The end of the regular season closes the door on season statistics and milestones. So as time permits over the next few weeks, we'll be drawing conclusions on our preseason themes and touching on some of the more interesting trends that developed during the season.
We'll start with Chicago Bears receiver/returner Devin Hester, whose 2010 crossroads we first discussed in August. At the time, we examined Hester's intention to have a "breakout year" as a receiver and all but wrote off the possibility that the could resurrect himself as a returner.
August 8, 2010: "To this point, Hester has been a productive but hardly spectacular receiver. In truth, there are only a handful of receivers around the league who change the way opposing defenses play. To me, that's the level Hester would need to ascend to make this a win-win proposition for the Bears."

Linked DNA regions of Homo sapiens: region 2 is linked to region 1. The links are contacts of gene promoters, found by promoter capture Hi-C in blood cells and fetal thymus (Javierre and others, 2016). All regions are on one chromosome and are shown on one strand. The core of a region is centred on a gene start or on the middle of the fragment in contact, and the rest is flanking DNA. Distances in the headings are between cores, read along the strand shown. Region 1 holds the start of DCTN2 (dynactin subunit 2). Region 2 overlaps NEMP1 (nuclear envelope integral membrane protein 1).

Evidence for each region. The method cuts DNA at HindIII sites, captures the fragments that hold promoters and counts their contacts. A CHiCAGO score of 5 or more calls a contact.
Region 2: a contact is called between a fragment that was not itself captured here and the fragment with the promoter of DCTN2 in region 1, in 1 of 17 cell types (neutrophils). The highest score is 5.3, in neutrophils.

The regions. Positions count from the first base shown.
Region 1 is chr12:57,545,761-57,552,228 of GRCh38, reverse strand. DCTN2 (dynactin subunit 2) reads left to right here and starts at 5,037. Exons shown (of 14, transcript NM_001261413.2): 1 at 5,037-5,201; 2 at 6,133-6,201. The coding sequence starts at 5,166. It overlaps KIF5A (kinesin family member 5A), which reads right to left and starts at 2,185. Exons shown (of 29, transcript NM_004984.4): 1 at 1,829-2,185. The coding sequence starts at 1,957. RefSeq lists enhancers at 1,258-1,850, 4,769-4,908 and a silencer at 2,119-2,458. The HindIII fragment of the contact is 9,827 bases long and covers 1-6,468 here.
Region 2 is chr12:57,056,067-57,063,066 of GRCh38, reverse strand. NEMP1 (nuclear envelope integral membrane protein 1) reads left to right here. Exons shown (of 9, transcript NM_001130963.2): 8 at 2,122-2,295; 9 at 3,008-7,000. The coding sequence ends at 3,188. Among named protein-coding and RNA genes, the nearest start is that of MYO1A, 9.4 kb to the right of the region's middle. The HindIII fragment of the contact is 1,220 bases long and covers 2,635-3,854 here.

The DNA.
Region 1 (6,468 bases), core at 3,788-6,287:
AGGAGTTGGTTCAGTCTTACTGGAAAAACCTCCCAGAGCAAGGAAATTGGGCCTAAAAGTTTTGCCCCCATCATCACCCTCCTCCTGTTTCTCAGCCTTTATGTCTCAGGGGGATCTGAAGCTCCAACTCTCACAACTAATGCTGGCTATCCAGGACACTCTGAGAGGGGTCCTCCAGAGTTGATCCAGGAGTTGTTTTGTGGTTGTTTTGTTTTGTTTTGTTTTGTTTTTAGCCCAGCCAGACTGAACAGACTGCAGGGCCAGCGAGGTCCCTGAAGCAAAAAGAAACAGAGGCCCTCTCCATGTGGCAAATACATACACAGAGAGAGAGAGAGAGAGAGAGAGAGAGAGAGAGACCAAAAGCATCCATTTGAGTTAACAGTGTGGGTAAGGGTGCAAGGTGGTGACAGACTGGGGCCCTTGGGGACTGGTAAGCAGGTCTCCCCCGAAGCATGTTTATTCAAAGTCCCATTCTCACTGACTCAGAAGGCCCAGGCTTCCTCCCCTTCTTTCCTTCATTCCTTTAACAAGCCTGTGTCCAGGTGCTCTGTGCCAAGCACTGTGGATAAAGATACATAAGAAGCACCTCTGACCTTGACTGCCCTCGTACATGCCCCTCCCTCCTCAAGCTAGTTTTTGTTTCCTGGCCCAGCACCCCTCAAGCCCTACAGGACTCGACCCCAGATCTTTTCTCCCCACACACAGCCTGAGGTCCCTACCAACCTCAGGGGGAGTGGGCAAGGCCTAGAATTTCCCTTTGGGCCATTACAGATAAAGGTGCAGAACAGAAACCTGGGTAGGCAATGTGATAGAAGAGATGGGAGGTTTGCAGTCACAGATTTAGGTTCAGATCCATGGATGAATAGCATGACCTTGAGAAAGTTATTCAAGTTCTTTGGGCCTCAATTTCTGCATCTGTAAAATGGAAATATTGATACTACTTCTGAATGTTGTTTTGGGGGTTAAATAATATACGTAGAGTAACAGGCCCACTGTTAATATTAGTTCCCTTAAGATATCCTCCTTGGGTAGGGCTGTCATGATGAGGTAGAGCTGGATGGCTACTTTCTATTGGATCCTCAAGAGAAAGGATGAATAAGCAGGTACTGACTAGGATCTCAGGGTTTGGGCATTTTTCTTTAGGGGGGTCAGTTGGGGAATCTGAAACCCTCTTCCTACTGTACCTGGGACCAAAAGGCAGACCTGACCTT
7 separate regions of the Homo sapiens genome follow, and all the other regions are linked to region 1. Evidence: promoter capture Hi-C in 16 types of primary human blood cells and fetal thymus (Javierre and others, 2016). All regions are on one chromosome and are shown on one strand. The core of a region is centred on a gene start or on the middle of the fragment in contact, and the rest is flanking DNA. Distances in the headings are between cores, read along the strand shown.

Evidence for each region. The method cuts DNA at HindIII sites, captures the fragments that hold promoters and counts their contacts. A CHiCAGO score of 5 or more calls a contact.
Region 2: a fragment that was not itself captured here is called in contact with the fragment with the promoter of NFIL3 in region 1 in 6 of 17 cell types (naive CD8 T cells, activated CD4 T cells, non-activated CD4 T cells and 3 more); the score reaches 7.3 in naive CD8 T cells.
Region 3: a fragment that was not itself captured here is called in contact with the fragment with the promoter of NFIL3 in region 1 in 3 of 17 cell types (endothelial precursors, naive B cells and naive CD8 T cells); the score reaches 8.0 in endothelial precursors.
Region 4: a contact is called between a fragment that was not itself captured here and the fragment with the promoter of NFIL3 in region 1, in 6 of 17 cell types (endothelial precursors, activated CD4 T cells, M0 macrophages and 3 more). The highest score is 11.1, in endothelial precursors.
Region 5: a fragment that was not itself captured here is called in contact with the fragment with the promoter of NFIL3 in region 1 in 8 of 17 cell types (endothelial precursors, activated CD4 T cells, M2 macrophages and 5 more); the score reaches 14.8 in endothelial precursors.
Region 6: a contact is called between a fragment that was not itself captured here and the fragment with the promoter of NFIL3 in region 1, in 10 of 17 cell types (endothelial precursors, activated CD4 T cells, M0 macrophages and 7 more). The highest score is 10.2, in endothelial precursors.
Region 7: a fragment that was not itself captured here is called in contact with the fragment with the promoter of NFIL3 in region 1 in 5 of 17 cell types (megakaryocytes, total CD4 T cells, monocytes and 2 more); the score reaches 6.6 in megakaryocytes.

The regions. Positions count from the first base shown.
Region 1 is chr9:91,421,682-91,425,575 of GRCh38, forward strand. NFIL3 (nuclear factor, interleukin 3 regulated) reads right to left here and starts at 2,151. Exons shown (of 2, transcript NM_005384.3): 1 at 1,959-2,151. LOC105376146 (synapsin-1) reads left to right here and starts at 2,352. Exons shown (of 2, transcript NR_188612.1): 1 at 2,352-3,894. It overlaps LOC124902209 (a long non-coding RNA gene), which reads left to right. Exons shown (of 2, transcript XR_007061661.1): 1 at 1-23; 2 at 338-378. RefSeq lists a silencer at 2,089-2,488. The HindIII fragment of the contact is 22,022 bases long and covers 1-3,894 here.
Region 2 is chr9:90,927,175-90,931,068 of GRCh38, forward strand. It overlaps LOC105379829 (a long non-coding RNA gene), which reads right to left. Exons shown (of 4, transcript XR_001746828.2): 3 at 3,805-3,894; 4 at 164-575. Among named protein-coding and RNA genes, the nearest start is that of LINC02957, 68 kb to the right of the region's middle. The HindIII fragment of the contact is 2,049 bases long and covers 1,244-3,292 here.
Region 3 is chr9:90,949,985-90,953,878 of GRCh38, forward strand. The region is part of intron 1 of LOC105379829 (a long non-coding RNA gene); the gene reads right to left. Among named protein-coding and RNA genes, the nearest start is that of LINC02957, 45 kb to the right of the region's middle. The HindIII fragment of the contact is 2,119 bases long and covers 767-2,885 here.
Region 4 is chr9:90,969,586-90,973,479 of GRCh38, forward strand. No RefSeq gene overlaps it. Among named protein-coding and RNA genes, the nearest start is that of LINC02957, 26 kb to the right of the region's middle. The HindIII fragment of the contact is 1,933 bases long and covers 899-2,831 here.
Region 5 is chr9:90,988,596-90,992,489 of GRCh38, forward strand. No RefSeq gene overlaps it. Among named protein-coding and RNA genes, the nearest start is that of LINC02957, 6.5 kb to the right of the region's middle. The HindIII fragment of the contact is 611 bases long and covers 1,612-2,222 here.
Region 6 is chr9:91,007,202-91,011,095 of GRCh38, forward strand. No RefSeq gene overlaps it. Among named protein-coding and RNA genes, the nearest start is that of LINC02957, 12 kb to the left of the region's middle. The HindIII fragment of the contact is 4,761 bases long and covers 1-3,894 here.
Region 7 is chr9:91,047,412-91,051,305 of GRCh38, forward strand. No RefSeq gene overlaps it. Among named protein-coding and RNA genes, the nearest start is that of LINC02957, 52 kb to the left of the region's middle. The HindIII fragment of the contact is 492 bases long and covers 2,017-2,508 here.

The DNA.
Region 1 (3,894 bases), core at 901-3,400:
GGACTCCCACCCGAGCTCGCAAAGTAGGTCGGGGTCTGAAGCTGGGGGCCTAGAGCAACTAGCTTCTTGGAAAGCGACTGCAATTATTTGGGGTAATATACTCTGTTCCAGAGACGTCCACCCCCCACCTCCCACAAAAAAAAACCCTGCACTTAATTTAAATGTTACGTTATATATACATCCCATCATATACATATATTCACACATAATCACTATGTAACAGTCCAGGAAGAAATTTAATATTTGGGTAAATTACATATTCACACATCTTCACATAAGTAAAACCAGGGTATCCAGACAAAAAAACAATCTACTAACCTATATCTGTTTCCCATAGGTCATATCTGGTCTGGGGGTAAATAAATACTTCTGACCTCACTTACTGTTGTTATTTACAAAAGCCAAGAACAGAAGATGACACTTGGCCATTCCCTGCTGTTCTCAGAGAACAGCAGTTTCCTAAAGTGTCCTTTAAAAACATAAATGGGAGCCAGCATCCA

What ultimately took place was a perfect marriage of Hester's goals and skills. He played a complementary role on offense, finishing fourth on the team with 40 receptions, but reclaimed his throne as the most dangerous special-teams player in the game.
As the chart shows, Hester's average of 17.09 yards per punt return set a new single-season NFL record. He also averaged 35.6 yards on 12 kickoff returns while rotating with Danieal Manning. As the season concluded, opponents were once again punting out of bounds or squibbing their kickoffs to avoid giving him legitimate opportunities.
In fact, Hester's returns -- which also included three touchdowns -- were the biggest factor in the Bears finishing atop Football Outsiders' 2010 rankings of special teams.
Last summer, it seemed the Bears were prepared to sacrifice Hester's threat as a returner in order to get a bigger payoff on offense. As it turned out, the opposite was true. They were content to grant him a contributing role in the offense so they could reap maximum rewards on special teams.